In its strictest sense, the term ‘anthropomorphism’ refers to a type of bias or an error that entails the tendency to attribute human-like characteristics, such as intuition, emotions, and appearance, to objects or animals (Dacey 2017). Recent literature describes different approaches towards anthropomorphism, which may range from: (1) perceiving AIEMs as mere tools to (2) embracing them as humanlike agents, and (3) a third position conciliating between the previous extremes,focusing on AIEMs as cognitive systems, jointly formed in the business-society nexus (2019). In the following, each approach will be discussed in further detail.
AIEMs as tools
This approach perceives AIEMs as tools or instruments created to fulfill human purposes (2019). When a robot is perceived as a tool, it is usually not designed to adapt to changes in the world. It has the purpose of performing either limited or specialized functions (Hauser et al. 2021). From this perspective, recent research underlines anthropomorphism as a crucial factor in people’s willingness to adopt, use, and form positive or negative attitudes towards AIEMs (Li and Suh 2021). It has been shown that consumers prefer robotic systems featuring humanlike characteristics and feelings, such as humor or empathy, over systems with equal capacities but a lack of human likeness(Rzepka and Berger 2018). AIEMs equipped with human characteristics increase trust, reduce stress, foster likeability, and thus, increase their adoption and use(Paiva et al. 2017). Moreover, if such robotic systems make mistakes, consumers are more likely to forgive them than non-anthropomorphized systems(Yam et al. 2021). However, anthropomorphism can also lead to negative attitudes and a refusal of AIEMs (Rzepka and Berger 2018; Kim et al. 2019a; Gursoy et al. 2019). High anthropomorphic appearance can be perceived as a threat to human identity. The robot appears as a source of danger (Lu et al. 2019). Consequently, the instrumental approach toward anthropomorphism strives to overcome such challenges by augmenting AIEMs utility (Lu et al. 2019). This instrumental focus on the question of how to best fulfill the desired purpose of AIEMs has been criticized for not sufficiently accounting for the broader societal embedding: scientists “know that the robot is just a tool, but nevertheless when we interact with the robot our psychology (the psychology of users) leads us to perceive the robot as a kind of person” (Coeckelbergh 2021, p. 3). Consequently, treating AIEMs as instrumental tools overlooks the unintended outcomes that naturally evolve with human–machine interactions and the societal embeddedness of humanlike AIEMs.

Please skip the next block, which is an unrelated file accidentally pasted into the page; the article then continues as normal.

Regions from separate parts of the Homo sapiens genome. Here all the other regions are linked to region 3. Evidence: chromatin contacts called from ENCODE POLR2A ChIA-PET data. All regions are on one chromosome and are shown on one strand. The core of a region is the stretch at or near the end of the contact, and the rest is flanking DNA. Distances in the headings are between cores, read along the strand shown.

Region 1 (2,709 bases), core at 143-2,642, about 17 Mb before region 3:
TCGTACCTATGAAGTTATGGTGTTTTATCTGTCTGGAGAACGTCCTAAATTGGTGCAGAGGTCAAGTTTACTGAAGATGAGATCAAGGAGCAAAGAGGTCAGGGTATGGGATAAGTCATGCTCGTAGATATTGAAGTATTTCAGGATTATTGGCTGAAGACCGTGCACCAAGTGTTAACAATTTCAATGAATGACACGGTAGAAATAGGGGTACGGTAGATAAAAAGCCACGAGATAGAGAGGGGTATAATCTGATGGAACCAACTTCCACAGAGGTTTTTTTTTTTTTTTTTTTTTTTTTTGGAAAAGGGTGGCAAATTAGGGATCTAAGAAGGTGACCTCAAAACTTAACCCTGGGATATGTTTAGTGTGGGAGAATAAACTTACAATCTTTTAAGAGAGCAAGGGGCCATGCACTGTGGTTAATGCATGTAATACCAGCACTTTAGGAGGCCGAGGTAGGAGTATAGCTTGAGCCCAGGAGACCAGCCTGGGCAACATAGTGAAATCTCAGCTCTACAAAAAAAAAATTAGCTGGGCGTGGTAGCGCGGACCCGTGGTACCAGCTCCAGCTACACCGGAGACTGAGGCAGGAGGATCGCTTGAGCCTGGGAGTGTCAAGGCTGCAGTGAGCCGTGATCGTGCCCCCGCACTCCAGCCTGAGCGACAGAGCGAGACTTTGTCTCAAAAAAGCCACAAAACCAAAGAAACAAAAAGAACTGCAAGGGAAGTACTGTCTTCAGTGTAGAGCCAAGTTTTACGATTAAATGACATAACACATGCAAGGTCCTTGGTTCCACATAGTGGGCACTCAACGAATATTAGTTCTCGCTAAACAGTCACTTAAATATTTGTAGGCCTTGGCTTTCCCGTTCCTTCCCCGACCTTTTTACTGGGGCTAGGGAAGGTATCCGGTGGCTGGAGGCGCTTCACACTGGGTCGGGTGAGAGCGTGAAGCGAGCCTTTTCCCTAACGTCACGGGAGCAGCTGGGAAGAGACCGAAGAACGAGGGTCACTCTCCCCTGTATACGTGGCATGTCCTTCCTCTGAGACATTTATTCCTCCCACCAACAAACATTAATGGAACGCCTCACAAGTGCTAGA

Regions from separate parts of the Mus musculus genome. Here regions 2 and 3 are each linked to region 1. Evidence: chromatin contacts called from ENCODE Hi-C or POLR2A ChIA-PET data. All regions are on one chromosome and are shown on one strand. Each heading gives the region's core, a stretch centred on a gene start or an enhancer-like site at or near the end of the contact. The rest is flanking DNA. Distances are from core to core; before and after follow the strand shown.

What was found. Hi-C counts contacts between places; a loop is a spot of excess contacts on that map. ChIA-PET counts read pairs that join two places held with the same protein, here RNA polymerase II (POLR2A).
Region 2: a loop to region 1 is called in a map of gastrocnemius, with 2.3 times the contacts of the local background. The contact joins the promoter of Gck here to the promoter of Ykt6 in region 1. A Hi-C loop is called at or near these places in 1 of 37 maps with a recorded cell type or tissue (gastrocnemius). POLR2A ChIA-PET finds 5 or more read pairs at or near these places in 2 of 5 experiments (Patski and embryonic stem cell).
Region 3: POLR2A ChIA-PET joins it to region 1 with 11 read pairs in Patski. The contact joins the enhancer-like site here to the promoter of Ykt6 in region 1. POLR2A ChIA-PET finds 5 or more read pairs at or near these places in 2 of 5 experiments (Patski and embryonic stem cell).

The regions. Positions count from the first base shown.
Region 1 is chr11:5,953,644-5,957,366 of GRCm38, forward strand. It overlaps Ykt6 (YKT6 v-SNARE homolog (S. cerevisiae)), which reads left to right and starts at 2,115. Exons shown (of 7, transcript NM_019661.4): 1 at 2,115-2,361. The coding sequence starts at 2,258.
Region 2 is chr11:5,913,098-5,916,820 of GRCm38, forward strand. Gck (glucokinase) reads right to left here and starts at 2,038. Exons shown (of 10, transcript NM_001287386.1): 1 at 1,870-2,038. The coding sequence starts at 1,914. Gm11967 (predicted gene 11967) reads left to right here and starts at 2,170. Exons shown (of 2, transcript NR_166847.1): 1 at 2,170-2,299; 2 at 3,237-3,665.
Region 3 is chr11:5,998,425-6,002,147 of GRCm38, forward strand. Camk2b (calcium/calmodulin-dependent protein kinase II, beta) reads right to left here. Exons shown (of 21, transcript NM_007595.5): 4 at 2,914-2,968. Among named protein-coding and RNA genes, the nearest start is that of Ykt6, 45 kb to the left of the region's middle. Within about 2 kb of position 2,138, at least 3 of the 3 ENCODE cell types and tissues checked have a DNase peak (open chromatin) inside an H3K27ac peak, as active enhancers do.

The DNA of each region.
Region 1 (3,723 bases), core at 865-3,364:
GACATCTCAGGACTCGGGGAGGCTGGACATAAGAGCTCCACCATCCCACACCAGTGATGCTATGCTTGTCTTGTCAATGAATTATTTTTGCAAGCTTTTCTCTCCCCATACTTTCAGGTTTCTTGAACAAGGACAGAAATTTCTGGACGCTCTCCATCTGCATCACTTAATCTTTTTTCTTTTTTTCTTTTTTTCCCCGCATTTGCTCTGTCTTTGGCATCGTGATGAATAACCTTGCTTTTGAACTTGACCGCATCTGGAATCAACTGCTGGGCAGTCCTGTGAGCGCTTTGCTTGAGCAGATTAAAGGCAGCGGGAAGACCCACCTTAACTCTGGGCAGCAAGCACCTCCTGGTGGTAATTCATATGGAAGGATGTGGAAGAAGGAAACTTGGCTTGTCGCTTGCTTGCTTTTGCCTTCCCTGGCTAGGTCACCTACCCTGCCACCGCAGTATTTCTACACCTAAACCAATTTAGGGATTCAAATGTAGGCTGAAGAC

AIEM as humanlike agents
The second approach towards anthropomorphism is characterized by the objective of producing a kind of human replica (Giger et al. 2019, p. 112). This involves embracing “robots as quasi-persons and “others,” which is to say that social robots should be part of the network of humans and nonhumans (Coeckelbergh 2021). AIEMs are viewed as humanlike agents that may adapt to social situations independently. Therefore, while in the first approach, humanization is considered a means to best fulfill the AIEMs specific design purpose, in the second case, the replication of human interaction is at the center of anthropomorphization. This approach entails a much broader understanding of AIEMs that goes far beyond the previously described instrumental perspective of AIEM as a tool or thing in contrast to humans. Quite the contrary, perceiving AIEMs as humanlike agents stretches the boundaries between the human and nonhuman, deconstructing the conception of humanness in light of post- and transhuman futures (Nath and Manna 2021; Baelo-Allué and Calvo-Pascual 2021; Sorgner 2022; Hofkirchner and Kreowski 2021). Thus, conceptions of posthumanism and transhumanism provide a wider perspective on human-technology evolution, where anthropomorphization follows the idea to make AIEMs increasingly humanlike, including them as social actors in all societal spheres (Hofkirchner and Kreowski 2021). However, conceptions of AIEMs as humanlike agents often overlook the fact that human designers remain decisive, raising doubt about whether robots may ultimately become others or nonhumans (Nath and Manna 2021). Therefore, while the first view tends to overlook the fact that there is a relation between humans and technology, the second is limited in the understanding that AIEMs may never become completely external beings because of their origin.